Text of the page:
A community newspaper serving western Albemarle County

Yancey Mills Cabin Gets New Lease on Life

This Revolutionary War-era cabin was dismantled and moved from Rt. 250 to Crozet Avenue.

This Revolutionary War-era cabin was dismantled and moved from Rt. 250 to Crozet Avenue.

A small cabin home in Yancey Mills that is believed to date to the Revolutionary War era has a new lease on life now that historic house restorer Matt Lucas has taken possession of it.

Lucas is in the midst of restoring what is reputed to be the first true frame house in Crozet, a building that has been moved twice—once on the south side of the tracks and later over the tracks, probably around 1850—and now rests at 1278 Crozet Avenue roughly opposite the Western Albemarle Rescue Squad station. The project is the admiration of Crozet not just for the daring in taking it on, but for the splendid authenticity of its renovation—for instance Lucas had its original windows refurbished—and its dazzling stone chimneys.

The cabin was in the way of a new office that Froehling & Robertson, F&R, an engineering firm, is building for itself on Rt. 250 next to its present building, not far from the Interstate 64 interchange. F&R’s shift is making way for an expansion of Pro Re Nata brewery.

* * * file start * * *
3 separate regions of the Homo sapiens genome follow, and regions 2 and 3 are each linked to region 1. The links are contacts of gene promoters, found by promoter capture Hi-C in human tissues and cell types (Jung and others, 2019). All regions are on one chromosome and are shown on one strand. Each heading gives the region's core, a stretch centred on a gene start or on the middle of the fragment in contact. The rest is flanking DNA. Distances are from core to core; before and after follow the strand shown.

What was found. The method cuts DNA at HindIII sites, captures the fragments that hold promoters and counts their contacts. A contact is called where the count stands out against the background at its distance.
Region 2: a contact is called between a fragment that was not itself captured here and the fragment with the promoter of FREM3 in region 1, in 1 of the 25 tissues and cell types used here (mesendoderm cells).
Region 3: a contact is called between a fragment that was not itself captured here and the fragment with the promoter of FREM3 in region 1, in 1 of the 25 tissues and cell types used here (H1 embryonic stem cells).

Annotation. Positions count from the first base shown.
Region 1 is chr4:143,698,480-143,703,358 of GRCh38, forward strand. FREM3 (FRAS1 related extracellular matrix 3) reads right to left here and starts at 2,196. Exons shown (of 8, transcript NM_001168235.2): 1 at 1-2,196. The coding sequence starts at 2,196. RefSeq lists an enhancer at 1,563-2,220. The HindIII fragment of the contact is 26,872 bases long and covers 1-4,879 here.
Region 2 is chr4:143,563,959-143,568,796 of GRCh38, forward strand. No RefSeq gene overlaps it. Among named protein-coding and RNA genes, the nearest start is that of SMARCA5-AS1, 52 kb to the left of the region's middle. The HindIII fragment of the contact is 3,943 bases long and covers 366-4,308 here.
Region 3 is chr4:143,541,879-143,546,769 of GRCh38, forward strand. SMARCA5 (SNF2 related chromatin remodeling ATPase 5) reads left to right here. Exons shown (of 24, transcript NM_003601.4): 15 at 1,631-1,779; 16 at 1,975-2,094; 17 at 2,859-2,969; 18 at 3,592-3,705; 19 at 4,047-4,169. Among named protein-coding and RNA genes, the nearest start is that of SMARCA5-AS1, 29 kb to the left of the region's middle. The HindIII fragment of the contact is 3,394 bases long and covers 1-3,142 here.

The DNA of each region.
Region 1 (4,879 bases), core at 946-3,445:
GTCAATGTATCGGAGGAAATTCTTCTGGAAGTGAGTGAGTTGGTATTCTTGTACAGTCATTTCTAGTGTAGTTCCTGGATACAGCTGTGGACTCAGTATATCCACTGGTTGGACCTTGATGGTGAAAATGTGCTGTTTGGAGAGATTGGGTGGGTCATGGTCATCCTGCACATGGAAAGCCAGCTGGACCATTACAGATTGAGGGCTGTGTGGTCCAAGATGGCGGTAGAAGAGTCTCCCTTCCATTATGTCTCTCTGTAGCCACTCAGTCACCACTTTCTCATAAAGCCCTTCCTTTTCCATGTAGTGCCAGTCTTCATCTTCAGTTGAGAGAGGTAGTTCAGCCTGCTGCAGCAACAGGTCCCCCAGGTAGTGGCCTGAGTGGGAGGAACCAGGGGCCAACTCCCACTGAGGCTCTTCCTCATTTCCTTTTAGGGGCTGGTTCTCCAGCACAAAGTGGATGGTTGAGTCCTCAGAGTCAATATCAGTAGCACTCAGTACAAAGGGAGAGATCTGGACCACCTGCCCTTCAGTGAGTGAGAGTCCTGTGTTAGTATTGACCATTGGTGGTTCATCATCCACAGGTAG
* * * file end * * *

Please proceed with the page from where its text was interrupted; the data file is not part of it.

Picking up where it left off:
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The first floor before the move.

One likely fate for the cabin, which has the distinction of being featured on the Virginia Department of Historic Resources webpage as an archetype of Virginia cabins, was demolition. That’s what happened to a nearby twin structure used as a small engine repair shop that was demolished not long ago in the construction of Restore’N Station.

“Ann Mallek knows me from my house in Free Union,” explained Lucas, who earned his Ph.D. in computer science from U.Va. and now is in the telecommunications software business. “I also own a house in Freetown [next to the cabin’s original location].  Ann asked if I’d be interested in the Yancey cabin. I went and looked at it and I said OK. F&R wants their new building where the cabin was. They gave it to me, but there was a lot of work in moving it.”

Upstairs before the dismantling

Upstairs before the dismantling

The cabin is roughly 25 feet by 20 feet, made entirely of pine logs, and has two rooms on its lower floor and one on its second floor, which is accessed by a narrow, steep staircase. Lucas salvaged everything from it, including windows and flooring.

“The cabin was in worse shape than I thought. It was teetering. I found another one whose beams match it perfectly, so I can rebuild it. We took it apart and tagged everything. The adze-work on the logs shows. The sill beams were shot but the upper half was solid.”

He also took down the stone chimney and he’s been scavenging additional rock for a new foundation and to contribute to rebuilding the chimney.

Lucas’s plan is to rebuild the cabin in the rear of the one-acre lot his main house sits on. “So now both houses were moved. It’s like it was meant to be. It could be incredibly charming.”